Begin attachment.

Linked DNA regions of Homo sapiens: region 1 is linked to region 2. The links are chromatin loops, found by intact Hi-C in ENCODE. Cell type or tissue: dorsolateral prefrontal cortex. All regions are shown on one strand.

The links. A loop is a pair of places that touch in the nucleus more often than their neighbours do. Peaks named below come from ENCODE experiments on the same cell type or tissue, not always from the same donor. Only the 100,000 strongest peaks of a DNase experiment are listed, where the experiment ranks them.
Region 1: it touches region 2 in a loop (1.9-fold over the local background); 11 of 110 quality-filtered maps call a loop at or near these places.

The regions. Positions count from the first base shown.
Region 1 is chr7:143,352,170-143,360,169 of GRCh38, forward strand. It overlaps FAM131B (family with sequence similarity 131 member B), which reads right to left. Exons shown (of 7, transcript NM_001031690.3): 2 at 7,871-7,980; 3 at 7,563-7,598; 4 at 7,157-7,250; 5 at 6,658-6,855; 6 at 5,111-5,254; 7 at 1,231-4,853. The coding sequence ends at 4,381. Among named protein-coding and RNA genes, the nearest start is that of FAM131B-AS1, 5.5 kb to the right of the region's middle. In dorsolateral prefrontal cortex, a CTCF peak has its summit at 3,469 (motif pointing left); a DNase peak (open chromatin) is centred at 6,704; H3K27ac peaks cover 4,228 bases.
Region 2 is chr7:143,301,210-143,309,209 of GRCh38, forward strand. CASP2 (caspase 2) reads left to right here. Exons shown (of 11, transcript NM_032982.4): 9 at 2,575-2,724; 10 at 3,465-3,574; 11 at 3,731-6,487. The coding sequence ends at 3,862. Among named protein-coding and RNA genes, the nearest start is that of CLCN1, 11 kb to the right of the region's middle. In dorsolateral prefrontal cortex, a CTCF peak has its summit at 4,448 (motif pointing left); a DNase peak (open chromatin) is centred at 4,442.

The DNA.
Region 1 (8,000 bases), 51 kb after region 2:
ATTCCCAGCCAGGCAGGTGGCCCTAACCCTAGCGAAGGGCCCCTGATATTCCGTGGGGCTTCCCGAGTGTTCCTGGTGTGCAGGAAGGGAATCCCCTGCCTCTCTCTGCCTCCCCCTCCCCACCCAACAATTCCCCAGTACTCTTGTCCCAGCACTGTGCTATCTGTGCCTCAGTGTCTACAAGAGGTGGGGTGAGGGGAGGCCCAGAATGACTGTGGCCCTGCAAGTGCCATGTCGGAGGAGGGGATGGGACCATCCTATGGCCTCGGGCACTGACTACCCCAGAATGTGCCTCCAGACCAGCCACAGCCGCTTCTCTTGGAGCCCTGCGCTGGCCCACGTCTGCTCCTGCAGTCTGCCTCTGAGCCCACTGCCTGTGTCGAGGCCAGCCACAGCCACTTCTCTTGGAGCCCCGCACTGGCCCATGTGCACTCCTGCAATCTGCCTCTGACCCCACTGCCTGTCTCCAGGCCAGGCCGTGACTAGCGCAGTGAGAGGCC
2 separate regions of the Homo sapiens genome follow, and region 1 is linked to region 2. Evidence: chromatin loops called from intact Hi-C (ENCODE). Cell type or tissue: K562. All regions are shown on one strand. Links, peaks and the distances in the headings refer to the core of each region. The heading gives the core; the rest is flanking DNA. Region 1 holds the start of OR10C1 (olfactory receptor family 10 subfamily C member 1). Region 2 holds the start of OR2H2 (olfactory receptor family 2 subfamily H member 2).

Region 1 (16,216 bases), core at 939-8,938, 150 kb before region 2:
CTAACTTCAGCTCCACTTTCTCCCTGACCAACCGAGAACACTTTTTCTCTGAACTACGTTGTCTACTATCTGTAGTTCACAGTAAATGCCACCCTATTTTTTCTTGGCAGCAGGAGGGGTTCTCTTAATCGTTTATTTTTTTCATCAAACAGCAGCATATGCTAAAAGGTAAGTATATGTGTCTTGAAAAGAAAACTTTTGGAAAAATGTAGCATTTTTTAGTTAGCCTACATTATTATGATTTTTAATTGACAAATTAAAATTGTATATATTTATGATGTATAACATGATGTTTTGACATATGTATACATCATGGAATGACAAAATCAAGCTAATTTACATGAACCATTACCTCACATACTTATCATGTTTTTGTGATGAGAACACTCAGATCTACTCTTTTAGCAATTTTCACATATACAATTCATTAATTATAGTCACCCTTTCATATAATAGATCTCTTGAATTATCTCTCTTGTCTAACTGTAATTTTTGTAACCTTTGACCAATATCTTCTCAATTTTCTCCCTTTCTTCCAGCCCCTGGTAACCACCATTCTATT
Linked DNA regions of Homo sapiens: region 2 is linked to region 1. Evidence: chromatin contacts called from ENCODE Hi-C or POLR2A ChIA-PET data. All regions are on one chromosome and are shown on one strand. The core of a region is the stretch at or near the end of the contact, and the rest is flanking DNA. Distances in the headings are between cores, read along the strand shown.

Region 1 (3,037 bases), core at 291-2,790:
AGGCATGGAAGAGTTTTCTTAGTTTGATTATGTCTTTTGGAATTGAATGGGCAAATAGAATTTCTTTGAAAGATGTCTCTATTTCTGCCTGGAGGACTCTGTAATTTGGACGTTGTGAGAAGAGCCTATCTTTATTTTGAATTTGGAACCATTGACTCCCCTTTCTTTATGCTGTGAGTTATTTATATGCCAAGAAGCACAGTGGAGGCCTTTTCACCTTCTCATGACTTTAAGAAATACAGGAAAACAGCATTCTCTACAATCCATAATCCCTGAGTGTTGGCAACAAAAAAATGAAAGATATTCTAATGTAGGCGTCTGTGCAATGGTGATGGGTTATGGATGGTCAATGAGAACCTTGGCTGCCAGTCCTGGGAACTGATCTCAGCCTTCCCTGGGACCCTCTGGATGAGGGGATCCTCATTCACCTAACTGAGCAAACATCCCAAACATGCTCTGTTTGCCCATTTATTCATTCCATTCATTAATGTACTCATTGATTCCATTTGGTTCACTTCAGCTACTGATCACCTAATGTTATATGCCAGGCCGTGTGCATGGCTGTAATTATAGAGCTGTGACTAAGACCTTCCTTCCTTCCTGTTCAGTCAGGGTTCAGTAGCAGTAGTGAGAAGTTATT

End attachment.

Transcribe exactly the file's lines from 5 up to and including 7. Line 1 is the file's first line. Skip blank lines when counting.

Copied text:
Region 1 is chr7:143,352,170-143,360,169 of GRCh38, forward strand. It overlaps FAM131B (family with sequence similarity 131 member B), which reads right to left. Exons shown (of 7, transcript NM_001031690.3): 2 at 7,871-7,980; 3 at 7,563-7,598; 4 at 7,157-7,250; 5 at 6,658-6,855; 6 at 5,111-5,254; 7 at 1,231-4,853. The coding sequence ends at 4,381. Among named protein-coding and RNA genes, the nearest start is that of FAM131B-AS1, 5.5 kb to the right of the region's middle. In dorsolateral prefrontal cortex, a CTCF peak has its summit at 3,469 (motif pointing left); a DNase peak (open chromatin) is centred at 6,704; H3K27ac peaks cover 4,228 bases.
Region 2 is chr7:143,301,210-143,309,209 of GRCh38, forward strand. CASP2 (caspase 2) reads left to right here. Exons shown (of 11, transcript NM_032982.4): 9 at 2,575-2,724; 10 at 3,465-3,574; 11 at 3,731-6,487. The coding sequence ends at 3,862. Among named protein-coding and RNA genes, the nearest start is that of CLCN1, 11 kb to the right of the region's middle. In dorsolateral prefrontal cortex, a CTCF peak has its summit at 4,448 (motif pointing left); a DNase peak (open chromatin) is centred at 4,442.

The DNA.